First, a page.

Record Staff Writer
Posted Dec 9, 2016 at 6:00 PMUpdated Dec 9, 2016 at 6:37 PM
By now you’ve heard that California’s two longtime U.S. senators are seriously at odds over legislation to address the drought.
Who’s right? The dust devil is in the details.
Here are six themes from Sen. Dianne Feinstein’s bill,and why they matter.
Water from the Delta west of Stockton is pumped to cities and farms as far south as San Diego. At times, however, that pumping must be reduced to protect native fish that are hovering on the brink of extinction. This has frustrated water users south of the Delta who have seen severe cutbacks.
Today, the rules protecting Delta fish provide a range of possible pumping levels. Scientists confer and decide what the most appropriate amount of pumping is depending on where the fish are at any given time.
Feinstein’s bill requires the government to pump the “maximum quantity of water” allowed within that range, though at times, during big storms, the government would be allowed to pump even more.
The bill is loaded with caveats about the need to protect endangered species and continue complying with state and federal law. The pumps would not run at their maximum levels. And most of the new provisions in the entire 89-page bill would expire in five years.
Still, environmental groups view Feinstein’s proposal as a major threat.
“It is not harmless,” said Rep. Jared Huffman, D-San Rafael, who fought the bill on the House floor this week. “It is a Congressional override of the scientific, peer-reviewed biological opinions that does great harm to the Endangered Species Act and sets a terrible precedent.”
The bill also aims to make it easier for water districts with senior water rights – such as the Manteca-based South San Joaquin Irrigation District – to sell water to less fortunate regions that have seen their supplies from the Delta slashed.
South San Joaquin could release water down the Stanislaus River to the San Joaquin River and on into the Delta, where it would be pumped south to other users.
When the water is being transferred, however, the new rules would allow every drop flowing from the San Joaquin to be exported, which environmentalists fear could undermine the state of California’s ongoing effort to actually increase flows on the lower San Joaquin for the sake of fish.
Delta anglers might not like this one.
Districts like South San Joaquin have long complained that nonnative fish such as striped bass are chomping down on native species, which, in turn, crimps water supplies.
Scientists have said that while stripers do eat native fish, eradicating them may cause unintended consequences. Still, Feinstein’s bill calls for a pilot project to study removing striped bass from the Stanislaus River using traps, weirs or electroshocking techniques.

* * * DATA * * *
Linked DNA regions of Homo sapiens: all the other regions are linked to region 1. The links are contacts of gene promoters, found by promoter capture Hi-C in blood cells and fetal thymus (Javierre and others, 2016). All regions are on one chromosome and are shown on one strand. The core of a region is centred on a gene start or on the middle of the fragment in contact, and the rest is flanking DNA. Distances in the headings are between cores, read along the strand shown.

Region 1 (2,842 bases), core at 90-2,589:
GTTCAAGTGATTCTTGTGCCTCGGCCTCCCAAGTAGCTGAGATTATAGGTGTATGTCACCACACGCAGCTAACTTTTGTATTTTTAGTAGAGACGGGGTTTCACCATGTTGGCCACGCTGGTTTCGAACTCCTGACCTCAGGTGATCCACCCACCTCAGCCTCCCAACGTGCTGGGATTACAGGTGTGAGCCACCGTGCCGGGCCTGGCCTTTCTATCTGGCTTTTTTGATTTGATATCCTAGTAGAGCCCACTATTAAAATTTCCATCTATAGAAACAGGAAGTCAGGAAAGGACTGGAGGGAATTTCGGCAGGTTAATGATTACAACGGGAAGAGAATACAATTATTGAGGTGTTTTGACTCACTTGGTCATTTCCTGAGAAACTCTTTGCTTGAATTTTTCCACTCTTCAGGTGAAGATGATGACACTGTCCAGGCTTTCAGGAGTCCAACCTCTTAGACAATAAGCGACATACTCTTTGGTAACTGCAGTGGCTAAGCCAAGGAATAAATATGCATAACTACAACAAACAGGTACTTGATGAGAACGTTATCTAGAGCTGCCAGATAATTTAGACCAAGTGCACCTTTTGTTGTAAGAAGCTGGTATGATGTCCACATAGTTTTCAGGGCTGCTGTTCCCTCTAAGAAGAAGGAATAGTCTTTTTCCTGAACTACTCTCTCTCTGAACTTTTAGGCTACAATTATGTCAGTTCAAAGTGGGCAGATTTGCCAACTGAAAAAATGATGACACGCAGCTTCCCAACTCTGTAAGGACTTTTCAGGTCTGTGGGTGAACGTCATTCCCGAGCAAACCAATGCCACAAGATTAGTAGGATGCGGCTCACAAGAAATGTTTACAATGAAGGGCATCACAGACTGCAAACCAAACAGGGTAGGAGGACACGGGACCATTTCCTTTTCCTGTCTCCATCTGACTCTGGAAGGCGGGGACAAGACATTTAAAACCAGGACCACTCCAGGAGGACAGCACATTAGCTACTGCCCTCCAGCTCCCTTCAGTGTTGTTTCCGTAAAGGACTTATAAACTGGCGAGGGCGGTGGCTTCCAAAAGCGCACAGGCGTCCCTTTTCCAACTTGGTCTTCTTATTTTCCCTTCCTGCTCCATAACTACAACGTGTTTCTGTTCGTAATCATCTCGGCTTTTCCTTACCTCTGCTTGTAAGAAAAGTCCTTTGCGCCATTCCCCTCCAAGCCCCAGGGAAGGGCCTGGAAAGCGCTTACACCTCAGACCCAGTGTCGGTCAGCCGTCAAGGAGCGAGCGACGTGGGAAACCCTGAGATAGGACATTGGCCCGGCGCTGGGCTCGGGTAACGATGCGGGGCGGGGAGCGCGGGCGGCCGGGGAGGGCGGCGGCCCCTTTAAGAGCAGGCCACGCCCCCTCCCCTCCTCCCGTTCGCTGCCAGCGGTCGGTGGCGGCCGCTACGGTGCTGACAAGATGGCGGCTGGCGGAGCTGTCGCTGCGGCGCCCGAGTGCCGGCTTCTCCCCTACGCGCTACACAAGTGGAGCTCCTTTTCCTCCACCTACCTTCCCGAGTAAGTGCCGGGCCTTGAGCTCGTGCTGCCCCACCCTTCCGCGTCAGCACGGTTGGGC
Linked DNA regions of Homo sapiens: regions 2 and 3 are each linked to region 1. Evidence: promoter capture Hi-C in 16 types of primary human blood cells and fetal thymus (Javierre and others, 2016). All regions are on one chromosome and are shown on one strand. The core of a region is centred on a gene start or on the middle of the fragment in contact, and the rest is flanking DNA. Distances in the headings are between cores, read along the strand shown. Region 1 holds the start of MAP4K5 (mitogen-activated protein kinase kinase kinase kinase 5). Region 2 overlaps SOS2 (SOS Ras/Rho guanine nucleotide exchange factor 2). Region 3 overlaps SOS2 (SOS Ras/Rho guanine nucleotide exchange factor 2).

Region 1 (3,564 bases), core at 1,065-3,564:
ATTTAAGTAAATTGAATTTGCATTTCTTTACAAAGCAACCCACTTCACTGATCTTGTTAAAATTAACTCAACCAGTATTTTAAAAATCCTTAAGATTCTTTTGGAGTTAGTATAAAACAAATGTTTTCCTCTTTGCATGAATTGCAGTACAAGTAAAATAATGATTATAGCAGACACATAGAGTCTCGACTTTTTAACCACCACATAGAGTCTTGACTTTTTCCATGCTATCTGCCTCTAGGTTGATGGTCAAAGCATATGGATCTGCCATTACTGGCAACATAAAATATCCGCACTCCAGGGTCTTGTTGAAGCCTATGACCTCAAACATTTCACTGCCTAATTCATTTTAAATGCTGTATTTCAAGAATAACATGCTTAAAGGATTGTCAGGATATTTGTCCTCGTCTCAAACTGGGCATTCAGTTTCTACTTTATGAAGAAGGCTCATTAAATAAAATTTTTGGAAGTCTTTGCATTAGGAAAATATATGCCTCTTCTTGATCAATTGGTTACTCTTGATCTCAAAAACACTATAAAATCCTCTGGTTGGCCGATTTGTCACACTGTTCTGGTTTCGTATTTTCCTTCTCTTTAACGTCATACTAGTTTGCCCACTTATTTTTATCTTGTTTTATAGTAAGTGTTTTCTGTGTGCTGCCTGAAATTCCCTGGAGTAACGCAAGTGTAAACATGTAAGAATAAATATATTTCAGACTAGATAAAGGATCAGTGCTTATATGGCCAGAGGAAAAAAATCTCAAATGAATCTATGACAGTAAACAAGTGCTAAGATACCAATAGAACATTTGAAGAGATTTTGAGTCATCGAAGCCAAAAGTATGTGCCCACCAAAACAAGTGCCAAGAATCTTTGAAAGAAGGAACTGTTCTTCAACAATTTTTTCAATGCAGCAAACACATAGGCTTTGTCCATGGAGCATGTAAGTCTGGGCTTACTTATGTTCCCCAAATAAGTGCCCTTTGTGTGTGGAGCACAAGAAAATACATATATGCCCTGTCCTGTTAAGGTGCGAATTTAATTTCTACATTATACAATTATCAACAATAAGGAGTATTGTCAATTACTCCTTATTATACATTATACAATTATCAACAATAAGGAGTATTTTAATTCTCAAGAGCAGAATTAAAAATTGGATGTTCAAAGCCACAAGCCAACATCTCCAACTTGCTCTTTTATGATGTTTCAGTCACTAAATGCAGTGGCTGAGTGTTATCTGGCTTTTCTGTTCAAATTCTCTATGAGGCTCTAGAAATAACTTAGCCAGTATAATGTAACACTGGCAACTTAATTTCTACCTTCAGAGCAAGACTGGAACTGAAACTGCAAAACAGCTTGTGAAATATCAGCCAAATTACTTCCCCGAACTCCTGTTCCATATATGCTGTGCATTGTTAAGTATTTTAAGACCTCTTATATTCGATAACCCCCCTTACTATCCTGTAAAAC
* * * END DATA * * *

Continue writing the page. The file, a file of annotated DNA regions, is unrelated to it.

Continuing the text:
Also, stripers no longer would be protected by a federal law that requires the doubling of certain populations of fish.
While they are not native to the Delta, stripers have lived in the estuary for more than a century and are a popular sportfish.
Significantly, Feinstein’s bill virtually guarantees certain water supplies for users in the Sacramento Valley, north of the Delta. Even in dry years they would often receive no less than 50 percent of their contracted amounts.
Voting in support of Feinstein’s bill on Thursday were House Democrats representing portions of the Sacramento Valley, including John Garamendi of Walnut Grove, who was sharply criticized by Delta interests for supporting a similar draft bill by Feinstein earlier this year.
Feinstein said on the Senate floor Friday that the most important provisions in her bill deal with long-term water supply issues. The bill includes $30 million for desalination plants and $50 million for water recycling, though that’s significantly less funding than would have been available in the senator’s earlier proposal.
The new bill also would allocate $350 million for various water storage projects, though none are named specifically.
Critics have argued that the language allows the Secretary of the Interior to authorize dams and bypass Congress.
“This is not true,” Feinstein said. “The language gives Congress veto authority for any storage project. (The Bureau of Reclamation) will do the same rigorous studies it has always done.”
Finally, the bill includes $15 million to improve habitat for salmon on the Sacramento River and $3 million for Delta smelt studies. It also requires more rigorous monitoring of fish populations to help determine when the pumps pose a danger.
Feinstein said Friday that the bill also contains money to “eliminate” water hyacinth, though the invasive weed that has been such a thorn for Stockton likely cannot be entirely eradicated.
The bottom line
Exactly how much additional water her bill would make available from the Delta is unclear, though House Majority Leader Kevin McCarthy of Bakersfield said Thursday it would be enough to provide 450,000 average families with a year’s supply.
In her remarks Friday, however, Feinstein emphasized agricultural needs, saying she was trying to help “tens of thousands of small farms” whose owners have struggled for lack of water in recent years.
“These water supplies,” she said, “are not for big corporate agriculture as some would have you think.”
Fellow Sen. Barbara Boxer has expressed vehement opposition, as has Rep. Jerry McNerney of Stockton, who argued Thursday that Feinstein’s bill – attached this week to a broader package that includes relief for victims of the water crisis in Flint, Mich. – “picks winners and losers.”
“It’s easy to sympathize, and I do, with the farmers south of the Delta,” McNerney said. “But we shouldn’t just pass problems from one region to another.